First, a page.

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Thriving Buddhist Communities in Bangladesh: Part Three

Editor’s note: Jnan Nanda completed his BA Hons from the University of Peradeniya, Sri Lanka, and his MA from the University of Hong Kong where he presently teaches Reading in Buddhist Sanskrit Texts as a tutor at the Centre of Buddhist Studies. He also works for Buddhistdoor International. He starts his PhD in July 2014 at The University of Hong Kong.

Part Three: Important Buddhist Figures in Bangladeshi Buddhism

In the final part of our series on Buddhism in Bangladesh, the writer will introduce important Buddhist figures in Bangladeshi Buddhism and the contributions they have made to the thriving Buddhist communities within Bangladesh and the whole nation.

The recent history of Buddhism in Bangladesh records some prominent late Buddhist monks, such as Visuddhananda Mahathera, Joti Pal Mahathera, Rajguru Aggravansa Mahthera and Sadhanananda Mahathera among many others. Visuddhananda Mahathera founded Dharmarajik Sishu Sadhan in Dhaka and Aggrasar Orphanage in Chittagong. The Dharmarajik Sishu Sadhan, now directed by his disciple Suddhananda Mahathera, was the first and largest Buddhist orphanage in Bangladesh at the time of its founding in 1962.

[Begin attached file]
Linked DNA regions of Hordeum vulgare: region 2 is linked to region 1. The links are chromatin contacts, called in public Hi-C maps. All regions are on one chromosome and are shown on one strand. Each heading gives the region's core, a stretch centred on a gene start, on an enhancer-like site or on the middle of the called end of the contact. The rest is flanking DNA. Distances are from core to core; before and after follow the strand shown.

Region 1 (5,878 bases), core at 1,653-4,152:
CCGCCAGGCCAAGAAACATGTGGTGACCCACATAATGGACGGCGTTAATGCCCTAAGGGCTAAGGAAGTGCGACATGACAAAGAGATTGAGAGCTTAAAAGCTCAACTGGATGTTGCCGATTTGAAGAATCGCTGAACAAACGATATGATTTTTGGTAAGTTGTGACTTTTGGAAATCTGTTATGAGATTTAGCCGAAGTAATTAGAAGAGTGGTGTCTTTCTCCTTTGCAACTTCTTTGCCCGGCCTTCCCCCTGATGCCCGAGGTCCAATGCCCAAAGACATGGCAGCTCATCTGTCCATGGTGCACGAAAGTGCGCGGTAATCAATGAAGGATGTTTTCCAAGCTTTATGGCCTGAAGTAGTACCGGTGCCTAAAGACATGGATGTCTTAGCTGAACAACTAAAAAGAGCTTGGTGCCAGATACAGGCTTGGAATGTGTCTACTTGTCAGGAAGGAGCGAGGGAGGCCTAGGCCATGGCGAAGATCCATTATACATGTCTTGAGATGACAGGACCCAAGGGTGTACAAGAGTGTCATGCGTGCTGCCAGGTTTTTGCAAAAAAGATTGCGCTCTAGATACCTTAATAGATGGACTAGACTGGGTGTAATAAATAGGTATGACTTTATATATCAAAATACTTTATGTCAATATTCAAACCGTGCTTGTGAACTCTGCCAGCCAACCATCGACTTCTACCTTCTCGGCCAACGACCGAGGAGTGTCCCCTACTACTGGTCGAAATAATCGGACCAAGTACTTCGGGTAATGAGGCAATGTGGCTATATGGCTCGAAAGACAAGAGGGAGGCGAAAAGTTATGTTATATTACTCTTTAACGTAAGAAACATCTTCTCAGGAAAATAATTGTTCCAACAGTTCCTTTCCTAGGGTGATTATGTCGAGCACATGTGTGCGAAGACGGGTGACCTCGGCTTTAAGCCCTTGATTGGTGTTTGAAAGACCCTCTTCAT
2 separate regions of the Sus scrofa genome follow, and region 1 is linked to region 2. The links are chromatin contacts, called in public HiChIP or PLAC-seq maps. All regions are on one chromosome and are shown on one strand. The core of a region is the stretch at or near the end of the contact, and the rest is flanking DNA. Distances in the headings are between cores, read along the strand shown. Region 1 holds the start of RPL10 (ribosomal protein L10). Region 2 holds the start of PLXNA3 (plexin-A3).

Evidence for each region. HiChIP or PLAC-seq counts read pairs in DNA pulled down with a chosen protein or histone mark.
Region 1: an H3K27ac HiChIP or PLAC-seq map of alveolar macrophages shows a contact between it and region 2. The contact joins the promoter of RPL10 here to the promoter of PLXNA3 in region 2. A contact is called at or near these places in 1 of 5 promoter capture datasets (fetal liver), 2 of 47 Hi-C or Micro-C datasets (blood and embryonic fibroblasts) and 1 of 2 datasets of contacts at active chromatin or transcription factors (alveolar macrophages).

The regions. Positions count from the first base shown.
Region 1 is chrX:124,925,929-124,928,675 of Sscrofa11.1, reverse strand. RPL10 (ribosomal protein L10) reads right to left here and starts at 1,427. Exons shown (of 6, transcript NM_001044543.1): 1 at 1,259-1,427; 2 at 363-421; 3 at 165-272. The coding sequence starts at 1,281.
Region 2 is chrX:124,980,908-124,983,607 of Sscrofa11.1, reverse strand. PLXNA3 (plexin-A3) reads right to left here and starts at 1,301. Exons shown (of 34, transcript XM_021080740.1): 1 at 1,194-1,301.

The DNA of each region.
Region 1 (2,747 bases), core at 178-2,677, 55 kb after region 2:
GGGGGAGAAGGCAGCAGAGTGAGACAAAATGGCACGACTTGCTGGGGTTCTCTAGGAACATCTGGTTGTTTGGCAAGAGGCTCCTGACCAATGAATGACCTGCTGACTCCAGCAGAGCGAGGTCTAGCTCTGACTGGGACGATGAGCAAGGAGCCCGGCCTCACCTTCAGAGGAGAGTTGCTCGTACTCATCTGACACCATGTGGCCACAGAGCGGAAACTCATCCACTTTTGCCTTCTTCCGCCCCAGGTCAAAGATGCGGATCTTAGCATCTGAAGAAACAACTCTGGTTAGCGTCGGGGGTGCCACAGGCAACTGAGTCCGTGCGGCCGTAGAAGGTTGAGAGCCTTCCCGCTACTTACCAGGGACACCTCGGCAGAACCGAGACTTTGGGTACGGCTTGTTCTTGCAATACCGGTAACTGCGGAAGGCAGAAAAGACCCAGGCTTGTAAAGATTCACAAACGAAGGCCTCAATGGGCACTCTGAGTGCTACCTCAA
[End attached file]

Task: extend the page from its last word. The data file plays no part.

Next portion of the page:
Jotipal Mahathera contributed in various aspects to Bangladeshi society and is hailed locally and internationally for such contributions, including speaking for human rights for all. He campaigned locally and internationally for the independence of Bangladesh during its war with Pakistan in 1971. Besides campaigning for human rights, Jotipal Mahathera also established orphanages, educational institutions and also wrote and translated books, such as a Bengali translation of the Puggalapannatti.